On Tuesday the USGA and R&A announced 87 changes — three new Decisions, 59 revised Decisions, one re-numbered Decision and 24 Decisions withdrawn – to the Rules of Golf that will be effective January 1, 2014, but there were four significant ones, with the most notable involving the use of high-definition or slow-motion video and other visual evidence in enforcing the game’s rules.
Golf’s governing bodies may have been prompted to make this new decision as a result of several controversies during the 2013 season, particularly the Oscillate-gate incident with Tiger Woods receiving a two-shot penalty for his ball moving at the BMW Championship.
There’s a world-class golf course in the middle of New York City — on the south point of the Bronx tucked under the Whitestone Bridge. The effort to build what is now called Trump Golf Links at Ferry Point nearly has the makings to be an episode out of the The Sopranos, but I didn’t have enough words or room to get into the long, dramatic history.
Instead, I wrote about the partnership of Mayor Bloomberg, Donald Trump and Jack Nicklaus that pushed to complete the 30-plus-year undertaking to bring a golf course to Ferry Point Park and previewed the ceremonial ribbon-cutting at the course that’s happening this morning. In fact, I’m going to be late, so I better run, but you can read in print on the front page of the Wall Street Journal’s Greater New York section (if you live in the tri-state area), or of course, there’s always the online version…
Jack Nicklaus has unveiled his own line of golf balls that are color-coordinated depending on which tees you play, which is intriguing for several reasons. Here are the details via the press release:
In May, the USGA and R&A made a joint announcement that they had decided to proceed with their decision to adopt Rule 14-1b — banning the anchored putting stroke — effective as of January 1, 2016.
While the PGA Tour and Commissioner Tim Finchem have voiced their opposition to the rule and a group of players who use the stroke have lawyered up, the Tour Policy Board convened the week of the Memorial Tournament and all signs seemed to indicate they’d follow the decree of golf’s governing bodies. After all, how confusing would it be to have two sets of rules and it’d be the PGA Tour saying they were above the game of golf, etc.
On Monday, the Tour announced the Tour Policy Board met this morning and voted to conform with the USGA and R&A’s rule. Here’s the press release:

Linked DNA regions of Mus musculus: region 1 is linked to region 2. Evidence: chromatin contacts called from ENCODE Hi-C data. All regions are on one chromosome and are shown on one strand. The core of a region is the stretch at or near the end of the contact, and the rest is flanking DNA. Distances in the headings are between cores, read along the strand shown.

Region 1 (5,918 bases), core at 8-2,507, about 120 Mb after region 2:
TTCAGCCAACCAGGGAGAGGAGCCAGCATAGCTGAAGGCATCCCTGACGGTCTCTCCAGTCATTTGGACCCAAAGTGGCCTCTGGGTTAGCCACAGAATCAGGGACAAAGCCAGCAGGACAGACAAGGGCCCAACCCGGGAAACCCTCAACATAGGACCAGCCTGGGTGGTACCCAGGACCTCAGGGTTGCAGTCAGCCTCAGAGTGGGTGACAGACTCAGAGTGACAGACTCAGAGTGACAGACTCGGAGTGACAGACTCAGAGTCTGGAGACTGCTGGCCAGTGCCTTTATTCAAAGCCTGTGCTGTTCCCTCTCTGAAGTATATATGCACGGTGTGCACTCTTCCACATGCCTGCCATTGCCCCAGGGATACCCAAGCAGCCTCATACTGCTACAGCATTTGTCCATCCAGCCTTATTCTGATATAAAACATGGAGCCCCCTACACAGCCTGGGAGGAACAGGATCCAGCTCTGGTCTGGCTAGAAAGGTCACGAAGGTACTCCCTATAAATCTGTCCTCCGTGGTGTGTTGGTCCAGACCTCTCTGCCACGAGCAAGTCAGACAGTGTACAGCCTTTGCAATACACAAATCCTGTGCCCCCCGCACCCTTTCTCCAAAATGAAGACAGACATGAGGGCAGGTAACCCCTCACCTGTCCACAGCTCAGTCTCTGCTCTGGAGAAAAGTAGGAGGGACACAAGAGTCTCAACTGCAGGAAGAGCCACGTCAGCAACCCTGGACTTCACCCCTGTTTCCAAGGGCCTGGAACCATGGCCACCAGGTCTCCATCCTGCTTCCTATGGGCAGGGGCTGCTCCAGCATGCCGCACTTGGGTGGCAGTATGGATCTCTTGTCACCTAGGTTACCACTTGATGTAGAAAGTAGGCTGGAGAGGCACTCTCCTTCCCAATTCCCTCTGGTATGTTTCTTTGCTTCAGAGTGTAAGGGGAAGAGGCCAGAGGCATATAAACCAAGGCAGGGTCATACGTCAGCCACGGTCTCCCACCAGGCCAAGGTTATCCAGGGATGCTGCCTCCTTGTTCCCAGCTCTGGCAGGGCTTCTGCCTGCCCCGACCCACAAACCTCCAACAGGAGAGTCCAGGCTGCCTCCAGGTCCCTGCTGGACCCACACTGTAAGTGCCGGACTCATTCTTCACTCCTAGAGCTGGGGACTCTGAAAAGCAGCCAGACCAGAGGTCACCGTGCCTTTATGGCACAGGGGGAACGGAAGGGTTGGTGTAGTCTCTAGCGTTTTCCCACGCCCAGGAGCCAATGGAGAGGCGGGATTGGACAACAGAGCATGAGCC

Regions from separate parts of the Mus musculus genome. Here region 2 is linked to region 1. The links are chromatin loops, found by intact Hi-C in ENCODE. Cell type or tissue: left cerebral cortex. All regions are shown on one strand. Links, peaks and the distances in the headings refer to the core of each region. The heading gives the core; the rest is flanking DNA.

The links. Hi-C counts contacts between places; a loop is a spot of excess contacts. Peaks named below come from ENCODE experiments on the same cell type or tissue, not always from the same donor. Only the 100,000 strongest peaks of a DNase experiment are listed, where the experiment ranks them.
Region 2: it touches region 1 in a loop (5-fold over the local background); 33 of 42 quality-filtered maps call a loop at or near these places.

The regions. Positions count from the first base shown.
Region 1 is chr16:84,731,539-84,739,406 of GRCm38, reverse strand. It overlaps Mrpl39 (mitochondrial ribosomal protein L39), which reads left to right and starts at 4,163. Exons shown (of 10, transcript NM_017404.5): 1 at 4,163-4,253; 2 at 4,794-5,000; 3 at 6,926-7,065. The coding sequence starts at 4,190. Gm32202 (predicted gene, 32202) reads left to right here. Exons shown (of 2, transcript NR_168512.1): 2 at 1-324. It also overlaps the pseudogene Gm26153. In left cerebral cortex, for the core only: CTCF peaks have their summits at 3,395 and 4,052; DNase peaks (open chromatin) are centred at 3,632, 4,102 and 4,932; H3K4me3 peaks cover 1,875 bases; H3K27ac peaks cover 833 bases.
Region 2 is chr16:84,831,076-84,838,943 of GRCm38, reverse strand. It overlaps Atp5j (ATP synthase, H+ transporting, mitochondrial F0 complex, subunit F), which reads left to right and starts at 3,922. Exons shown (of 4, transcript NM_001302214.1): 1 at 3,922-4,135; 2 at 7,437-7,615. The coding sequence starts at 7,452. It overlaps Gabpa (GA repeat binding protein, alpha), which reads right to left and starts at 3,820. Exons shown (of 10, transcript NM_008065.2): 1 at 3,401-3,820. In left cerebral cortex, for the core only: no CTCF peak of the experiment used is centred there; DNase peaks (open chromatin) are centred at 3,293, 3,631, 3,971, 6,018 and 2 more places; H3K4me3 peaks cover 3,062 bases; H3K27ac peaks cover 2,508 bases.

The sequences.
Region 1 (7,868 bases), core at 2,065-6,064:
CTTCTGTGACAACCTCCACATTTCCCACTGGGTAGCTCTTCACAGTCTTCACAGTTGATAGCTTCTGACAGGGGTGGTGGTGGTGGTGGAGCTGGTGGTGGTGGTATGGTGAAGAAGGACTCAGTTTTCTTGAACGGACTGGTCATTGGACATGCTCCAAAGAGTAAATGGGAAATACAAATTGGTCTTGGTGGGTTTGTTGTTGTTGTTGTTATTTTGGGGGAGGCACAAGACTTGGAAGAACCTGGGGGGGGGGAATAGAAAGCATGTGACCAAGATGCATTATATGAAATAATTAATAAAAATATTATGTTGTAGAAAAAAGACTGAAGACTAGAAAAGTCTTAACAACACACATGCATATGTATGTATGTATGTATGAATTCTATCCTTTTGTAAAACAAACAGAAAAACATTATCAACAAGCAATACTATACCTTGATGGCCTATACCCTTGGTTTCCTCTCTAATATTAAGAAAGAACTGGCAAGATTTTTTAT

I’ll save my critique of USGA setups for a little later in the week — I know, the suspense! — but suffice at this point to say, Merion is fulfilling its brief admirably. Mike Davis and his cult of par-worshippers couldn’t have asked for more. Bogeys are far more plentiful than birdies; players are beginning to eye shots with that slightly haunted, nervous look; and with every hour the course stays dry, scores tick steadily skywards. There will be no 62s this week.
Mission accomplished, you might think. But the consensus among media types and players alike is that Merion may well struggle to host another major championship. [Ed. note: Though the word in the member's pavilion is that the USGA is *begging* the club to return and in fact has already asked.]
It takes a long time to play 18 holes. Golf has been a slow game for decades — from the amateur game to the pro tours. And it’s no secret that due to the grueling, hardest test of the year, the U.S. Open moves at a sluggish pace. Well, change is coming! (But almost certainly not this week at Merion.)
After its year-long study (slow-playing slow play!), the USGA announced on Wednesday their pace-of-play awareness and public education campaign, which will include a series of new PSAs featuring Tiger Woods, Arnold Palmer, Clint Eastwood, Annika Sorenstam, Paula Creamer and Butch Harmon.
I’m out the door and headed to Merion right now, so I figured I’d post this for your viewing pleasure.
Plus, you’re going to hear a lot about Merion’s storied history of hosting U.S. Opens this week, so why don’t you get started now? You can drop all sorts of knowledge on your friends and/or significant others to impress them.
Welcome to the “Golf’s Longest Day” — as it is marketed on Golf Channel — where nearly 1,000 players spread across 11 qualifying sites in the country are vying for coveted spots in next week’s U.S. Open at Merion. I’ll be bringing you updates from the 36-hole sectional qualifier in Columbus, which is held at Brookside CC and The Lakes G&CC (the “host” venue).
As longtime readers know, this is one of my favorite events to cover. I love watching PGA Tour pros biting their nails as they gather around the scoreboard at the end of the second round (which will be at The Lakes this year) and nervously watch the calligrapher handwrite the numbers. It’s a tense atmosphere, but the emotion is raw and real. It’s one of the few events left that have the old-school feeling to them, because realtime scoring is either nonexistent or delayed and big electronic leaderboards aren’t plastered around the course.